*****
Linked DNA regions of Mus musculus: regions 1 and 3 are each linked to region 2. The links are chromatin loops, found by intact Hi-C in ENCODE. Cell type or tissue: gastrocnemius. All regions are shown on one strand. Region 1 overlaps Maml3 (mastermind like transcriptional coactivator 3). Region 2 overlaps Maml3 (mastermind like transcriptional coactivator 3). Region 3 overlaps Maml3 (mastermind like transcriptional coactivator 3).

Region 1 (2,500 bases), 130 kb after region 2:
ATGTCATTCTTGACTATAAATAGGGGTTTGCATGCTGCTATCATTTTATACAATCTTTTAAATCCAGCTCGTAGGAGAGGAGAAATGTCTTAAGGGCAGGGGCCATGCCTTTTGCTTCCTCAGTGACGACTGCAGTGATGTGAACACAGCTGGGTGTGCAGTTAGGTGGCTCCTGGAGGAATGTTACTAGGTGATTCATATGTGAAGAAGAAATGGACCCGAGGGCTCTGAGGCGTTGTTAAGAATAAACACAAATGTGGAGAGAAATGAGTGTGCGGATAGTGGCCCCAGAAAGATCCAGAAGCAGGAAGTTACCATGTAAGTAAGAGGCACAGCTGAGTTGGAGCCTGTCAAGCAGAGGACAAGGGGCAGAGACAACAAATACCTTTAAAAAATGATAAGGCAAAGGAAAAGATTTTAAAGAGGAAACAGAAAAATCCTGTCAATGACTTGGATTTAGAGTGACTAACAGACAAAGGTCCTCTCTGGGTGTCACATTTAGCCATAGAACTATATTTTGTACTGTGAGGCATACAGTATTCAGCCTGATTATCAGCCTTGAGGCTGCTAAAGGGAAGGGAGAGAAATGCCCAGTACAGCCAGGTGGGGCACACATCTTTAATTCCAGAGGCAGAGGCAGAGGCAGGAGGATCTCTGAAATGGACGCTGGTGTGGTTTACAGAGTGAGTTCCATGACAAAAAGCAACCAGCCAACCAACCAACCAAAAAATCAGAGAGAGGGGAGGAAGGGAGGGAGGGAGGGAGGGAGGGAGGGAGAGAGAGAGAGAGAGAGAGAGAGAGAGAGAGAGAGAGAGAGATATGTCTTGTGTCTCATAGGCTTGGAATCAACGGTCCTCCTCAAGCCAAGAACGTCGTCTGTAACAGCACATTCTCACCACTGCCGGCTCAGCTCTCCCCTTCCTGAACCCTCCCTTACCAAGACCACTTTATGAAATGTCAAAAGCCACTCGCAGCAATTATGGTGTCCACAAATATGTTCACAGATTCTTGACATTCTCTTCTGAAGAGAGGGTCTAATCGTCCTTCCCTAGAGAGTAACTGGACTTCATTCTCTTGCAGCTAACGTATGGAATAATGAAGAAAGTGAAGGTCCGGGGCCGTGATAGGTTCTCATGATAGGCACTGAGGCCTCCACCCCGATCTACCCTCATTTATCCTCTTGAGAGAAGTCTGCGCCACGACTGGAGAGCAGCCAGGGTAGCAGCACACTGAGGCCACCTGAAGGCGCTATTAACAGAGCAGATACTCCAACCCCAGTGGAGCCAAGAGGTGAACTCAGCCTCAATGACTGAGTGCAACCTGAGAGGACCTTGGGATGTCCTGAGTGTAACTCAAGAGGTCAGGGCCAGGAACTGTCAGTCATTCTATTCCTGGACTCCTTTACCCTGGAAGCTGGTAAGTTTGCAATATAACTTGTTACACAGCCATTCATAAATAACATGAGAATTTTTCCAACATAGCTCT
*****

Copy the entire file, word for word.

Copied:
Linked DNA regions of Mus musculus: regions 1 and 3 are each linked to region 2. The links are chromatin loops, found by intact Hi-C in ENCODE. Cell type or tissue: gastrocnemius. All regions are shown on one strand. Region 1 overlaps Maml3 (mastermind like transcriptional coactivator 3). Region 2 overlaps Maml3 (mastermind like transcriptional coactivator 3). Region 3 overlaps Maml3 (mastermind like transcriptional coactivator 3).

Region 1 (2,500 bases), 130 kb after region 2:
ATGTCATTCTTGACTATAAATAGGGGTTTGCATGCTGCTATCATTTTATACAATCTTTTAAATCCAGCTCGTAGGAGAGGAGAAATGTCTTAAGGGCAGGGGCCATGCCTTTTGCTTCCTCAGTGACGACTGCAGTGATGTGAACACAGCTGGGTGTGCAGTTAGGTGGCTCCTGGAGGAATGTTACTAGGTGATTCATATGTGAAGAAGAAATGGACCCGAGGGCTCTGAGGCGTTGTTAAGAATAAACACAAATGTGGAGAGAAATGAGTGTGCGGATAGTGGCCCCAGAAAGATCCAGAAGCAGGAAGTTACCATGTAAGTAAGAGGCACAGCTGAGTTGGAGCCTGTCAAGCAGAGGACAAGGGGCAGAGACAACAAATACCTTTAAAAAATGATAAGGCAAAGGAAAAGATTTTAAAGAGGAAACAGAAAAATCCTGTCAATGACTTGGATTTAGAGTGACTAACAGACAAAGGTCCTCTCTGGGTGTCACATTTAGCCATAGAACTATATTTTGTACTGTGAGGCATACAGTATTCAGCCTGATTATCAGCCTTGAGGCTGCTAAAGGGAAGGGAGAGAAATGCCCAGTACAGCCAGGTGGGGCACACATCTTTAATTCCAGAGGCAGAGGCAGAGGCAGGAGGATCTCTGAAATGGACGCTGGTGTGGTTTACAGAGTGAGTTCCATGACAAAAAGCAACCAGCCAACCAACCAACCAAAAAATCAGAGAGAGGGGAGGAAGGGAGGGAGGGAGGGAGGGAGGGAGGGAGAGAGAGAGAGAGAGAGAGAGAGAGAGAGAGAGAGAGAGAGATATGTCTTGTGTCTCATAGGCTTGGAATCAACGGTCCTCCTCAAGCCAAGAACGTCGTCTGTAACAGCACATTCTCACCACTGCCGGCTCAGCTCTCCCCTTCCTGAACCCTCCCTTACCAAGACCACTTTATGAAATGTCAAAAGCCACTCGCAGCAATTATGGTGTCCACAAATATGTTCACAGATTCTTGACATTCTCTTCTGAAGAGAGGGTCTAATCGTCCTTCCCTAGAGAGTAACTGGACTTCATTCTCTTGCAGCTAACGTATGGAATAATGAAGAAAGTGAAGGTCCGGGGCCGTGATAGGTTCTCATGATAGGCACTGAGGCCTCCACCCCGATCTACCCTCATTTATCCTCTTGAGAGAAGTCTGCGCCACGACTGGAGAGCAGCCAGGGTAGCAGCACACTGAGGCCACCTGAAGGCGCTATTAACAGAGCAGATACTCCAACCCCAGTGGAGCCAAGAGGTGAACTCAGCCTCAATGACTGAGTGCAACCTGAGAGGACCTTGGGATGTCCTGAGTGTAACTCAAGAGGTCAGGGCCAGGAACTGTCAGTCATTCTATTCCTGGACTCCTTTACCCTGGAAGCTGGTAAGTTTGCAATATAACTTGTTACACAGCCATTCATAAATAACATGAGAATTTTTCCAACATAGCTCT